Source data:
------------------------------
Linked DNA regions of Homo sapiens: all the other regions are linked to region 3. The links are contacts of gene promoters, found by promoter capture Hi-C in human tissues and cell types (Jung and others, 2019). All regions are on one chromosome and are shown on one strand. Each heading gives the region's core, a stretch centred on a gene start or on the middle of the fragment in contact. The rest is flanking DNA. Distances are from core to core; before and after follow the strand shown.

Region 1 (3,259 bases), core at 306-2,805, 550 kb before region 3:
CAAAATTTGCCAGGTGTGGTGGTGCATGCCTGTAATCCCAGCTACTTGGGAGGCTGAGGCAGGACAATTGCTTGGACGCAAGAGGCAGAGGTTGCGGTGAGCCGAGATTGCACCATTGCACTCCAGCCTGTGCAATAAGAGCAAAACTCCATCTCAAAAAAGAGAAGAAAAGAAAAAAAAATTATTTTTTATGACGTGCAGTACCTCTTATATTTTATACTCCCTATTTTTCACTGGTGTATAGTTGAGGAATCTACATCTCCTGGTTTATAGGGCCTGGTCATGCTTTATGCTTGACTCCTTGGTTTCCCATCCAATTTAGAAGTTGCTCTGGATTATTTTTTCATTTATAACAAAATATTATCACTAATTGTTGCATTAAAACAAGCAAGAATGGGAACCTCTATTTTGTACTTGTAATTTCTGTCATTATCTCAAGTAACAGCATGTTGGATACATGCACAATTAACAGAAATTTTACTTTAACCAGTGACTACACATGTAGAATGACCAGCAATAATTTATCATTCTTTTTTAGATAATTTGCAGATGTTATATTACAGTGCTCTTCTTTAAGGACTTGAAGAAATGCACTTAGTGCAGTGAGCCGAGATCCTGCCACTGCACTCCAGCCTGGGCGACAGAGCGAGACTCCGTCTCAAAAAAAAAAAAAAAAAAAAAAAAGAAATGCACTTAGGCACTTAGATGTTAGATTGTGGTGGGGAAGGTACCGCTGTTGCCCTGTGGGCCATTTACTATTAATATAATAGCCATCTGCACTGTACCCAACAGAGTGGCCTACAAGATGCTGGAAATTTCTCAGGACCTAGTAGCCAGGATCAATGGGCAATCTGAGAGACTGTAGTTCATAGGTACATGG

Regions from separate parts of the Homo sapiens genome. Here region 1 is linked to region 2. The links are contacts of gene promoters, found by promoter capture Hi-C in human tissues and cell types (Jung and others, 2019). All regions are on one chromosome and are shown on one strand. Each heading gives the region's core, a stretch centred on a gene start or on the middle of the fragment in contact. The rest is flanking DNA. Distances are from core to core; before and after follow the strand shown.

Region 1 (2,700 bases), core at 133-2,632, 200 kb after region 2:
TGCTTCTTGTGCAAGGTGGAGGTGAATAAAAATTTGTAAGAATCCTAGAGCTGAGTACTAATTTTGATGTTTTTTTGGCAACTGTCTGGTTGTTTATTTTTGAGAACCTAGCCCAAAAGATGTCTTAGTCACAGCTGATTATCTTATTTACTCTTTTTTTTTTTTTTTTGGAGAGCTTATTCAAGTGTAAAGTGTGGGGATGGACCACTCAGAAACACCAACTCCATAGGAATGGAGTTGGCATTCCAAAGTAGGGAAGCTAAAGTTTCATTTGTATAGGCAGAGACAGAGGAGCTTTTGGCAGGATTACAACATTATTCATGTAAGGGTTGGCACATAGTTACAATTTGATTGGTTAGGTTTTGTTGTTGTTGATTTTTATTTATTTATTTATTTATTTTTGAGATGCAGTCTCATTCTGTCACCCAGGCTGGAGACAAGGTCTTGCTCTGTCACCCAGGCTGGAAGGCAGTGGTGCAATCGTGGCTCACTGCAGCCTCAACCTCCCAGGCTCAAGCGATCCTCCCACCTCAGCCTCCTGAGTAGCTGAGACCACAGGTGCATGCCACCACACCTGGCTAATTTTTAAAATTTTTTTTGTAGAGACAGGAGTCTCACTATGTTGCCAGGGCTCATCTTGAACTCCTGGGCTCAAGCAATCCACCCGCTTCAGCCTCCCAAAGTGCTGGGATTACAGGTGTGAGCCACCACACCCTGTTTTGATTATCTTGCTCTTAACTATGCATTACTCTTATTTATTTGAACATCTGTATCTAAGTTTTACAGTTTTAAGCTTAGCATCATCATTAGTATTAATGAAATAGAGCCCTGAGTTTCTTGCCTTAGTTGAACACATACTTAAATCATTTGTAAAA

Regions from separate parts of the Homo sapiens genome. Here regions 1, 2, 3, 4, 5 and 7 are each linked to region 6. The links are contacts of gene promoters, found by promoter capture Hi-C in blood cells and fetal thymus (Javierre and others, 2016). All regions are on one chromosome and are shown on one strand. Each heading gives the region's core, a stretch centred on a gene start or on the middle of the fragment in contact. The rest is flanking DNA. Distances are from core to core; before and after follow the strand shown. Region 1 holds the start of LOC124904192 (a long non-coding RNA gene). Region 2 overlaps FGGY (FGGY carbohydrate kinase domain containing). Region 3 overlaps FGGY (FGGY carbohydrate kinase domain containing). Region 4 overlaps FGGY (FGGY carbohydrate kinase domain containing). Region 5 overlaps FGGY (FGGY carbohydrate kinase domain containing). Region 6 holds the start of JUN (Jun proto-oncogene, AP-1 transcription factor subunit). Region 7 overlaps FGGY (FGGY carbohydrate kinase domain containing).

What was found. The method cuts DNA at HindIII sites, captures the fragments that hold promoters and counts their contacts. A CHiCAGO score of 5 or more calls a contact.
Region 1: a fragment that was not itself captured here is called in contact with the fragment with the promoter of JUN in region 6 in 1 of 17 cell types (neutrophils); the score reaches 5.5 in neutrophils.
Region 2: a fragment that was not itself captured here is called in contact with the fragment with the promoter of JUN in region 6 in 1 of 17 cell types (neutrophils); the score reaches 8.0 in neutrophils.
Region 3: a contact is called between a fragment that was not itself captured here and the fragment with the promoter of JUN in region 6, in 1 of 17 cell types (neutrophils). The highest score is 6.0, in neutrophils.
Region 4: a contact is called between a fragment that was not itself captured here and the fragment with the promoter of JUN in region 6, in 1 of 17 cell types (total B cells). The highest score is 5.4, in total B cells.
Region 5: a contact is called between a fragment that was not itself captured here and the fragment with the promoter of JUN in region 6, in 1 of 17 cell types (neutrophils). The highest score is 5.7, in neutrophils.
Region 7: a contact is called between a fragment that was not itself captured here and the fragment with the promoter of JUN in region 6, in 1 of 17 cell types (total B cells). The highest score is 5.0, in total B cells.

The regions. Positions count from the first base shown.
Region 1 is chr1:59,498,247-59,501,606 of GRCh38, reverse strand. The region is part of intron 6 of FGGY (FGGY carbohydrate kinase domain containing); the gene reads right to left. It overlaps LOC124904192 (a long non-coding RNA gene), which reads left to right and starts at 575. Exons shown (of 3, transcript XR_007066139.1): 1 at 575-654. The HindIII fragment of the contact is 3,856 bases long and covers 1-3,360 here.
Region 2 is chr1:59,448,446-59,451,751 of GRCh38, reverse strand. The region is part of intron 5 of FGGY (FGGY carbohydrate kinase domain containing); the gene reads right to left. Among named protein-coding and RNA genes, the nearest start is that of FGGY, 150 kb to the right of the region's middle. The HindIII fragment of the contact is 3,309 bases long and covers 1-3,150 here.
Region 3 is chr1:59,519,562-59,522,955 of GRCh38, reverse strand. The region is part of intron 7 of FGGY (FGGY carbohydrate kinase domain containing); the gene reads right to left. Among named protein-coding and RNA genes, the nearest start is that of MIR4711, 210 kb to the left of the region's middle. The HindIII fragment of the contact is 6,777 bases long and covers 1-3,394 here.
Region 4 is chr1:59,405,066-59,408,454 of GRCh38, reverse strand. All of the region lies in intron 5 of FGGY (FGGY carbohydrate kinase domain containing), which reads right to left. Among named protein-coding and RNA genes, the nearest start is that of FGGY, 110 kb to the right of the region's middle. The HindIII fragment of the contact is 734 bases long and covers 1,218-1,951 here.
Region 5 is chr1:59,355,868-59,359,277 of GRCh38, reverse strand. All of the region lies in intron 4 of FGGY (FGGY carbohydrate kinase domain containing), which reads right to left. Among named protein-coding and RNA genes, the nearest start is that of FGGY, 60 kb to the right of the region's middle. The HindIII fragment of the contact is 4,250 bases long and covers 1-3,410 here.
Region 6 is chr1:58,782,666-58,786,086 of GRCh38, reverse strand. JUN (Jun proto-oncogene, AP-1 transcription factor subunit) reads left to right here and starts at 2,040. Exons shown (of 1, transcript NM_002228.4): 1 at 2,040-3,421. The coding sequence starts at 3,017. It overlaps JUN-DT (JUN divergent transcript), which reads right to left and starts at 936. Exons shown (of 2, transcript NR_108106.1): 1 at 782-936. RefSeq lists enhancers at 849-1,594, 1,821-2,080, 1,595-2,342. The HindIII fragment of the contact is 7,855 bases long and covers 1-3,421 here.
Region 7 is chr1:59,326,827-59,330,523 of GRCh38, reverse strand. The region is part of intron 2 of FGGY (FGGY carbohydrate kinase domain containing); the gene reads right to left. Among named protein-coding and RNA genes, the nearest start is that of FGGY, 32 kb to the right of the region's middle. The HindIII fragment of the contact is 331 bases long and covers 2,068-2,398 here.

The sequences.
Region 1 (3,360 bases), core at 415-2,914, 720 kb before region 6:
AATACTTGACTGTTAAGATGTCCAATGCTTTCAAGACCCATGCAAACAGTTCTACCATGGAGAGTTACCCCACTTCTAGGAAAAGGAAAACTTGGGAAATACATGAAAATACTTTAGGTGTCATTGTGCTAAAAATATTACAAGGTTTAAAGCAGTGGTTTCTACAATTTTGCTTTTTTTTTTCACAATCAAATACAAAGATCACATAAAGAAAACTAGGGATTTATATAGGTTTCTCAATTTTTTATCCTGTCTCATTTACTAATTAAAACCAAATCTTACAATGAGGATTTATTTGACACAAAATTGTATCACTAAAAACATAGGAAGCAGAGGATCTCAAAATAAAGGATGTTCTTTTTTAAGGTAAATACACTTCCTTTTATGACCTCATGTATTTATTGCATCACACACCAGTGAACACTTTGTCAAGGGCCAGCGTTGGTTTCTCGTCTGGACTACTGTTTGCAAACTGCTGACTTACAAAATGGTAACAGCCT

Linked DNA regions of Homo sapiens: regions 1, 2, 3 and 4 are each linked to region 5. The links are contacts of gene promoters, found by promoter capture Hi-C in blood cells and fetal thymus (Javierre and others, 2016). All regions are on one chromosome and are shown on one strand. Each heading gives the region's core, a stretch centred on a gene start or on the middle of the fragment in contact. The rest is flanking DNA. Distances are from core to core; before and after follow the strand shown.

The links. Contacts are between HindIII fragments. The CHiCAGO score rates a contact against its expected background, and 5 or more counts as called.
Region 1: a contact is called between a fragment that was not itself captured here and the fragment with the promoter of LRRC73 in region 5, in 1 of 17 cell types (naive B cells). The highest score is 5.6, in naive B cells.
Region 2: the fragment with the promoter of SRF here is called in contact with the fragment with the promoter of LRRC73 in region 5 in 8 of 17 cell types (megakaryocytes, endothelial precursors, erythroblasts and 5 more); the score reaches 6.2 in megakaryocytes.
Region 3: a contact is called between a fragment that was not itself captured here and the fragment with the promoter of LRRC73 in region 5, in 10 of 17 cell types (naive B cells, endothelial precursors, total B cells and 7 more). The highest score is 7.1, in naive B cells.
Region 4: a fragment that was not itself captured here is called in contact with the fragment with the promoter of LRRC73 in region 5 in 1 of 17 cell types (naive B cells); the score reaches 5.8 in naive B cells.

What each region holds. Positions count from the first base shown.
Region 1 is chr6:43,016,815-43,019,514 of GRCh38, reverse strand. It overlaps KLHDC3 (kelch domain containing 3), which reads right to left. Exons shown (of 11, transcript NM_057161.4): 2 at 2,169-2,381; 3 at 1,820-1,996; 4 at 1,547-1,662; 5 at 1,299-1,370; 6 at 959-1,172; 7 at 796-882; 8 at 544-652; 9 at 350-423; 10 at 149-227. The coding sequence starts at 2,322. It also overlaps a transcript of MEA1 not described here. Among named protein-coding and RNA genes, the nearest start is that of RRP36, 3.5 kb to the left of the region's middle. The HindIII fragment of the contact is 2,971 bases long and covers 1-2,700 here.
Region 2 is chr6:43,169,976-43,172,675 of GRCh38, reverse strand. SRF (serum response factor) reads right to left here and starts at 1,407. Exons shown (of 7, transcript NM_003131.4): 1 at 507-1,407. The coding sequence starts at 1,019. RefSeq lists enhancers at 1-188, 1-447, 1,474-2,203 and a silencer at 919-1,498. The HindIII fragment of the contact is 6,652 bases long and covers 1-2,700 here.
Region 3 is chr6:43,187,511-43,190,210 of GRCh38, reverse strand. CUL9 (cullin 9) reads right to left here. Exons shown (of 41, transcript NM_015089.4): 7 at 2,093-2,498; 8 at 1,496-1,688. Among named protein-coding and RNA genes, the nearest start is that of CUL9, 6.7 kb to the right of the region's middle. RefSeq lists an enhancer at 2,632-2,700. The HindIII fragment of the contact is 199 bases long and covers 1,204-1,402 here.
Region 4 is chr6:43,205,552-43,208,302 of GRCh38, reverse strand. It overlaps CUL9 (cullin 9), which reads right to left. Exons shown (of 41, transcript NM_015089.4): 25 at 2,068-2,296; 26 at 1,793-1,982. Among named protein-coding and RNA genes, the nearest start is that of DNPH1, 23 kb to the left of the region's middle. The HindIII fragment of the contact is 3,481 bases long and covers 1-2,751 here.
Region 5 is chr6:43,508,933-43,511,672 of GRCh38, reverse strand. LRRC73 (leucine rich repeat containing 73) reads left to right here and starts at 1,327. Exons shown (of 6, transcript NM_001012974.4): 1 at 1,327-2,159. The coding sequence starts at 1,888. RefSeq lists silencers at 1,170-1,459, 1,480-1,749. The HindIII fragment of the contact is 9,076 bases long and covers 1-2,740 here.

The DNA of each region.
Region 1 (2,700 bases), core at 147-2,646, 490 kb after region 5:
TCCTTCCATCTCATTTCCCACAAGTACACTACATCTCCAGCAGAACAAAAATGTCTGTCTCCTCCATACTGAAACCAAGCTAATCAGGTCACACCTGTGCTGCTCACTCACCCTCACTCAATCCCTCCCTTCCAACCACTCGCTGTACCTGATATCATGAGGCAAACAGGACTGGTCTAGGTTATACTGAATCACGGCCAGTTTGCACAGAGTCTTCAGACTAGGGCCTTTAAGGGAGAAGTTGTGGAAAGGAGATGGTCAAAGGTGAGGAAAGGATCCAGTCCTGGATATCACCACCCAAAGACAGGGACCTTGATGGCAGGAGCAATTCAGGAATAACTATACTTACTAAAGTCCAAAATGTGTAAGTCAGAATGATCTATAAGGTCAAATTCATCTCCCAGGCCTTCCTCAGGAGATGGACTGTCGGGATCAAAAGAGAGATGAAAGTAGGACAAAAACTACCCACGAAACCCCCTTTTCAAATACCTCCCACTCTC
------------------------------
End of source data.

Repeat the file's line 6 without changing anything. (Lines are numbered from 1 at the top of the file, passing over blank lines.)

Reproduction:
TGCTTCTTGTGCAAGGTGGAGGTGAATAAAAATTTGTAAGAATCCTAGAGCTGAGTACTAATTTTGATGTTTTTTTGGCAACTGTCTGGTTGTTTATTTTTGAGAACCTAGCCCAAAAGATGTCTTAGTCACAGCTGATTATCTTATTTACTCTTTTTTTTTTTTTTTTGGAGAGCTTATTCAAGTGTAAAGTGTGGGGATGGACCACTCAGAAACACCAACTCCATAGGAATGGAGTTGGCATTCCAAAGTAGGGAAGCTAAAGTTTCATTTGTATAGGCAGAGACAGAGGAGCTTTTGGCAGGATTACAACATTATTCATGTAAGGGTTGGCACATAGTTACAATTTGATTGGTTAGGTTTTGTTGTTGTTGATTTTTATTTATTTATTTATTTATTTTTGAGATGCAGTCTCATTCTGTCACCCAGGCTGGAGACAAGGTCTTGCTCTGTCACCCAGGCTGGAAGGCAGTGGTGCAATCGTGGCTCACTGCAGCCTCAACCTCCCAGGCTCAAGCGATCCTCCCACCTCAGCCTCCTGAGTAGCTGAGACCACAGGTGCATGCCACCACACCTGGCTAATTTTTAAAATTTTTTTTGTAGAGACAGGAGTCTCACTATGTTGCCAGGGCTCATCTTGAACTCCTGGGCTCAAGCAATCCACCCGCTTCAGCCTCCCAAAGTGCTGGGATTACAGGTGTGAGCCACCACACCCTGTTTTGATTATCTTGCTCTTAACTATGCATTACTCTTATTTATTTGAACATCTGTATCTAAGTTTTACAGTTTTAAGCTTAGCATCATCATTAGTATTAATGAAATAGAGCCCTGAGTTTCTTGCCTTAGTTGAACACATACTTAAATCATTTGTAAAA